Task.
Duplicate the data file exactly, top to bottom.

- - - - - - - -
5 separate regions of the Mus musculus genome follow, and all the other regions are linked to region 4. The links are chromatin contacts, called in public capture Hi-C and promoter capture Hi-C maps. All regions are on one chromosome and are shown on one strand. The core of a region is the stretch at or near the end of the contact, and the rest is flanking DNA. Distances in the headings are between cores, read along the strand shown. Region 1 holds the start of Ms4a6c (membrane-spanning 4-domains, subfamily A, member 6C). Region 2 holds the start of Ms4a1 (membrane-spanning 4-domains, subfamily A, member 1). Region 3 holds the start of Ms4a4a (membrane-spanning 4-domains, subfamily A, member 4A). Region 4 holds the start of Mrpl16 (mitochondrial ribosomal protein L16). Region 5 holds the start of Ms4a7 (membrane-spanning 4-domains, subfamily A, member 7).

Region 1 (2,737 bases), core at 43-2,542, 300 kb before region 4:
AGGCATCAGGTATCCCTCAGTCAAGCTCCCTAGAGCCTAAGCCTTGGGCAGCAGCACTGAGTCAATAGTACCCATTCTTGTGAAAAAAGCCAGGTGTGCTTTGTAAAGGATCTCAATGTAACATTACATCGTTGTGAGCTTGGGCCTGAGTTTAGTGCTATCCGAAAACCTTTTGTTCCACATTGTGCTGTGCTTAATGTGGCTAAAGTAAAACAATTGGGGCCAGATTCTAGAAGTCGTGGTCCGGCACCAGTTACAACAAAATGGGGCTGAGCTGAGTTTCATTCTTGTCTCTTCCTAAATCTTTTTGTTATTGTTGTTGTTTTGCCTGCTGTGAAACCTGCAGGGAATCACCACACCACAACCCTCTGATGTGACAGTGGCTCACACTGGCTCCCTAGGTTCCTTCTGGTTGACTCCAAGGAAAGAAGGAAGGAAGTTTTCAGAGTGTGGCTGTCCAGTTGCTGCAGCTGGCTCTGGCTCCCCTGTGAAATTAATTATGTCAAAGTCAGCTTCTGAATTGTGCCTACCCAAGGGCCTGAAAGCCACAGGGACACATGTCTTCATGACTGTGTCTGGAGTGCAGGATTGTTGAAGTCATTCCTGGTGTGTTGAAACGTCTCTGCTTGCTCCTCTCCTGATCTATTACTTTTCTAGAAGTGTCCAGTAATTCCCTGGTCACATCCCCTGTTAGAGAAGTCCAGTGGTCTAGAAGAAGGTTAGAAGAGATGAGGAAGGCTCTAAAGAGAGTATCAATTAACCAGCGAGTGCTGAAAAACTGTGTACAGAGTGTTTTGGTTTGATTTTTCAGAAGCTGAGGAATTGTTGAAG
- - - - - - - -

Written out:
5 separate regions of the Mus musculus genome follow, and all the other regions are linked to region 4. The links are chromatin contacts, called in public capture Hi-C and promoter capture Hi-C maps. All regions are on one chromosome and are shown on one strand. The core of a region is the stretch at or near the end of the contact, and the rest is flanking DNA. Distances in the headings are between cores, read along the strand shown. Region 1 holds the start of Ms4a6c (membrane-spanning 4-domains, subfamily A, member 6C). Region 2 holds the start of Ms4a1 (membrane-spanning 4-domains, subfamily A, member 1). Region 3 holds the start of Ms4a4a (membrane-spanning 4-domains, subfamily A, member 4A). Region 4 holds the start of Mrpl16 (mitochondrial ribosomal protein L16). Region 5 holds the start of Ms4a7 (membrane-spanning 4-domains, subfamily A, member 7).

Region 1 (2,737 bases), core at 43-2,542, 300 kb before region 4:
AGGCATCAGGTATCCCTCAGTCAAGCTCCCTAGAGCCTAAGCCTTGGGCAGCAGCACTGAGTCAATAGTACCCATTCTTGTGAAAAAAGCCAGGTGTGCTTTGTAAAGGATCTCAATGTAACATTACATCGTTGTGAGCTTGGGCCTGAGTTTAGTGCTATCCGAAAACCTTTTGTTCCACATTGTGCTGTGCTTAATGTGGCTAAAGTAAAACAATTGGGGCCAGATTCTAGAAGTCGTGGTCCGGCACCAGTTACAACAAAATGGGGCTGAGCTGAGTTTCATTCTTGTCTCTTCCTAAATCTTTTTGTTATTGTTGTTGTTTTGCCTGCTGTGAAACCTGCAGGGAATCACCACACCACAACCCTCTGATGTGACAGTGGCTCACACTGGCTCCCTAGGTTCCTTCTGGTTGACTCCAAGGAAAGAAGGAAGGAAGTTTTCAGAGTGTGGCTGTCCAGTTGCTGCAGCTGGCTCTGGCTCCCCTGTGAAATTAATTATGTCAAAGTCAGCTTCTGAATTGTGCCTACCCAAGGGCCTGAAAGCCACAGGGACACATGTCTTCATGACTGTGTCTGGAGTGCAGGATTGTTGAAGTCATTCCTGGTGTGTTGAAACGTCTCTGCTTGCTCCTCTCCTGATCTATTACTTTTCTAGAAGTGTCCAGTAATTCCCTGGTCACATCCCCTGTTAGAGAAGTCCAGTGGTCTAGAAGAAGGTTAGAAGAGATGAGGAAGGCTCTAAAGAGAGTATCAATTAACCAGCGAGTGCTGAAAAACTGTGTACAGAGTGTTTTGGTTTGATTTTTCAGAAGCTGAGGAATTGTTGAAG